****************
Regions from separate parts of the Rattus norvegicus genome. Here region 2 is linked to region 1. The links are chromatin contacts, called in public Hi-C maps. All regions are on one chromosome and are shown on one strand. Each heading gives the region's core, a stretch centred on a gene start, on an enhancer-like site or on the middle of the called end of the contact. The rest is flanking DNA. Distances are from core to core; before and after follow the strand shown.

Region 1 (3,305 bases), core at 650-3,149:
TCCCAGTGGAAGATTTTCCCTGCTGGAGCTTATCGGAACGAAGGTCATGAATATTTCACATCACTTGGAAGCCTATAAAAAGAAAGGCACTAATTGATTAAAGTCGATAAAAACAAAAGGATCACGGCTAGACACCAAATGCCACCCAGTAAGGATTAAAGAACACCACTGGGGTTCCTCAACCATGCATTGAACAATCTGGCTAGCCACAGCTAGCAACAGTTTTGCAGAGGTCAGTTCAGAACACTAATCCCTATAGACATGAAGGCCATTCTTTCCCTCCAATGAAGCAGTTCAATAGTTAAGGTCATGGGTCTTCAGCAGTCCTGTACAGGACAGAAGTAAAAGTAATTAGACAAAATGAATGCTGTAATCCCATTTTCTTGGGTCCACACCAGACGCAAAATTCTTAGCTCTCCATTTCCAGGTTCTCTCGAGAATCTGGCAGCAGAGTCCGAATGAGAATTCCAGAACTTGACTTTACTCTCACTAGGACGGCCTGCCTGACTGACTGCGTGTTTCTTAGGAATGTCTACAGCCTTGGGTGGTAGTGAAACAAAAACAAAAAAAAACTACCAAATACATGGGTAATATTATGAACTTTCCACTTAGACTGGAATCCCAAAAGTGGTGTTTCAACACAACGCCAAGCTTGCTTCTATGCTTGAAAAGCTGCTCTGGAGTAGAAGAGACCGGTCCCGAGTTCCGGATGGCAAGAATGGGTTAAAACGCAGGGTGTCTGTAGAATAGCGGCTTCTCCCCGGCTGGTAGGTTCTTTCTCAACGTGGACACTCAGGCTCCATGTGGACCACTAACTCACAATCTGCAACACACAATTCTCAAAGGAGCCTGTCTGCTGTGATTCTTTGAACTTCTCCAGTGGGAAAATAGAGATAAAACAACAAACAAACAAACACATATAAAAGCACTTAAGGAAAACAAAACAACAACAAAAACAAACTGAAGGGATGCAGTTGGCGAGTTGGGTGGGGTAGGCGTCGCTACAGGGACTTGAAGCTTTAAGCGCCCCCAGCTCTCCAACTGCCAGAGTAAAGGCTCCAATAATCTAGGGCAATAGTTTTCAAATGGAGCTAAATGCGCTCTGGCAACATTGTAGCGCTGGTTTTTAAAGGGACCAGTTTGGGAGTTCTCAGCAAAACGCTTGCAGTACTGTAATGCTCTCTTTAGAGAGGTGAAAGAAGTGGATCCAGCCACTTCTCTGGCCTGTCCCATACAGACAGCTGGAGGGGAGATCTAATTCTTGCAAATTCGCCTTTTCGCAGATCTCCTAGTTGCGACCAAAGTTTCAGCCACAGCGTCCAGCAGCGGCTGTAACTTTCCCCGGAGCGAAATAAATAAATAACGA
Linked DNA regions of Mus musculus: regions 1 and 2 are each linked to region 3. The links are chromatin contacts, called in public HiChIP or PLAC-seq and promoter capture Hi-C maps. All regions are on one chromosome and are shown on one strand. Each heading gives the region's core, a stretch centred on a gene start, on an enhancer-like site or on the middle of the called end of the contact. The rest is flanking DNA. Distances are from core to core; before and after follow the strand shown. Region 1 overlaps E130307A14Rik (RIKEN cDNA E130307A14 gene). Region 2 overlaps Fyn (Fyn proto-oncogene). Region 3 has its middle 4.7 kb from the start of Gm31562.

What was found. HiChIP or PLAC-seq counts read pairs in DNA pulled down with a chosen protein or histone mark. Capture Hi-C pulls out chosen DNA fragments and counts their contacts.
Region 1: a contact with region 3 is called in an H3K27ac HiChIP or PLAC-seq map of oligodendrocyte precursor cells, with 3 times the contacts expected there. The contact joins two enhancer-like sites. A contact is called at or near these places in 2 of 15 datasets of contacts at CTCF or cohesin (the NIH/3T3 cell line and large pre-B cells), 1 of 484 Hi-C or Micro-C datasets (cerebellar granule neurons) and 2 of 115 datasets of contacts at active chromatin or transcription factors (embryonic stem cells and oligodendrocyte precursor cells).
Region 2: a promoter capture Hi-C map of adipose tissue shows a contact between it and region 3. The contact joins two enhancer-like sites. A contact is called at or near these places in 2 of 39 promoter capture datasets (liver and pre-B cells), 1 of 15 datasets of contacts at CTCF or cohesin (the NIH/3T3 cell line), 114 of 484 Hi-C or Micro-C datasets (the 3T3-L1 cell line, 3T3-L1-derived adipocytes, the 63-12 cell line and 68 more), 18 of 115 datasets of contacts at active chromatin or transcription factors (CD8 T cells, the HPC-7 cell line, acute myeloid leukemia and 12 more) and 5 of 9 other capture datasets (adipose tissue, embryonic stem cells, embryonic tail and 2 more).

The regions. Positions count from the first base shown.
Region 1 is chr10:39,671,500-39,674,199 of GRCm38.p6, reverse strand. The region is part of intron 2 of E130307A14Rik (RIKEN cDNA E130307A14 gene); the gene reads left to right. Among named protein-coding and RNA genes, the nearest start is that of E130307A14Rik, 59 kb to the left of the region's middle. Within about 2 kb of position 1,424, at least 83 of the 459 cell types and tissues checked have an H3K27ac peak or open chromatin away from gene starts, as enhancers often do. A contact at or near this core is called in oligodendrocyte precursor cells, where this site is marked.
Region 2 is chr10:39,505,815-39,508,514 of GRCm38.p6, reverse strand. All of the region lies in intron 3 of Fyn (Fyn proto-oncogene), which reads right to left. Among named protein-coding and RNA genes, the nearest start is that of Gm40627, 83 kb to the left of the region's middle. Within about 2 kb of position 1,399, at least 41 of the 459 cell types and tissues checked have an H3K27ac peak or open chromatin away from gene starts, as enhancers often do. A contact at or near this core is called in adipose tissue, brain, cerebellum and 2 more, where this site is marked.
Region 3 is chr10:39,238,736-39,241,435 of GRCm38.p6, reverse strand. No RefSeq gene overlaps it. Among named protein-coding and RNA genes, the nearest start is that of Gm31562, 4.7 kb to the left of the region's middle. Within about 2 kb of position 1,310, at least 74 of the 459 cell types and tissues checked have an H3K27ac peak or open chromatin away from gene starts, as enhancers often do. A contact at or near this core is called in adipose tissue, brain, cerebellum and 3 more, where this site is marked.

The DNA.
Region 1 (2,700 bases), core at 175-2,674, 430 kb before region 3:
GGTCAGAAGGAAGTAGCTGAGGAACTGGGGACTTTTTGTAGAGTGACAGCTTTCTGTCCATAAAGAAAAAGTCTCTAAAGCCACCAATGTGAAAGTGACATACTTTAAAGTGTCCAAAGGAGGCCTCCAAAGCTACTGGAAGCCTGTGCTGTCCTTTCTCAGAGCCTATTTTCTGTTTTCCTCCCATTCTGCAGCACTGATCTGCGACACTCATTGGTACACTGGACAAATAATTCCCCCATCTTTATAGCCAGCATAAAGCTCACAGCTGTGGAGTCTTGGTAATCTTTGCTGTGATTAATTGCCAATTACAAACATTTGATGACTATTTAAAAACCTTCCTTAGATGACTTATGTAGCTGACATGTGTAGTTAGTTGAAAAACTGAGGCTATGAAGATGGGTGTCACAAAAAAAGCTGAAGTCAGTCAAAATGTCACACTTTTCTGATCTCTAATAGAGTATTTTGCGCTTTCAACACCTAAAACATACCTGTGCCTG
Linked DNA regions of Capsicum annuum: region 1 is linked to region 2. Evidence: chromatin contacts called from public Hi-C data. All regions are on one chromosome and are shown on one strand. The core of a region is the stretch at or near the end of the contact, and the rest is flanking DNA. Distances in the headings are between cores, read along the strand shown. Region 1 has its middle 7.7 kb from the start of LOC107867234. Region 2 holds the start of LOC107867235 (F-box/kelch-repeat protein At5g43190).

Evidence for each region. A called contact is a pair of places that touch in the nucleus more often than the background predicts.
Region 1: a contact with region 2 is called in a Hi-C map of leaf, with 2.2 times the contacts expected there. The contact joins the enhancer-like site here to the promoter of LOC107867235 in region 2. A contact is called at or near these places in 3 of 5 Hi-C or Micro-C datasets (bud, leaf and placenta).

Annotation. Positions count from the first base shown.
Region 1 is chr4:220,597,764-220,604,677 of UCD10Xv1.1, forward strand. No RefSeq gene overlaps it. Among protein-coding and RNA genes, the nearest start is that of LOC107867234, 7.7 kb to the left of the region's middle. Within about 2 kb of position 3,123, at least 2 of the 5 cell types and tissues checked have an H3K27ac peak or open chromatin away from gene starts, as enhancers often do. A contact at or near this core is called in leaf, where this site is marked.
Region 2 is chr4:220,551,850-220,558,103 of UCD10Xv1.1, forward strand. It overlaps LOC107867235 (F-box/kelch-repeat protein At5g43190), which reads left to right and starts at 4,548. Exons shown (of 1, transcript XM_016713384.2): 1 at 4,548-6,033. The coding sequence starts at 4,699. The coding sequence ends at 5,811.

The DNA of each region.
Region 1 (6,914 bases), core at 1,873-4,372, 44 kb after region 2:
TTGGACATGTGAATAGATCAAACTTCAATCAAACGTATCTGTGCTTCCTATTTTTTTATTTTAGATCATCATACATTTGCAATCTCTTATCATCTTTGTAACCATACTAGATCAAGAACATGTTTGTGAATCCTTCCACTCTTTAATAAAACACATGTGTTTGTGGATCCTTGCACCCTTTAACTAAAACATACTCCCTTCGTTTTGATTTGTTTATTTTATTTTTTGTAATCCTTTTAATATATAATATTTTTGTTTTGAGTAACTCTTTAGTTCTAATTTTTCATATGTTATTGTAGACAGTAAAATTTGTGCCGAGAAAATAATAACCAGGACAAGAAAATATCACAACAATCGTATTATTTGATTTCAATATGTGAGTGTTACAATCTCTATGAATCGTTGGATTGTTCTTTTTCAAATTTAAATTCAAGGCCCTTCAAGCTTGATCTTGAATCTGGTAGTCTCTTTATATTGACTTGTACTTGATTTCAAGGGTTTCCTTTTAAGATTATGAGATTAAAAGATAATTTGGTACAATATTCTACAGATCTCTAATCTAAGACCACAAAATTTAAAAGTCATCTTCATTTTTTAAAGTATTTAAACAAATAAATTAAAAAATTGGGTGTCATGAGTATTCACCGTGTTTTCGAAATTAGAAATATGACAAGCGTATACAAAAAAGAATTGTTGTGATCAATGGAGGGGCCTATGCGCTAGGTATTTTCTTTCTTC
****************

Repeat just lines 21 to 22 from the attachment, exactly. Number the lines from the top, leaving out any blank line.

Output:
The DNA of each region.
Region 1 (6,914 bases), core at 1,873-4,372, 44 kb after region 2: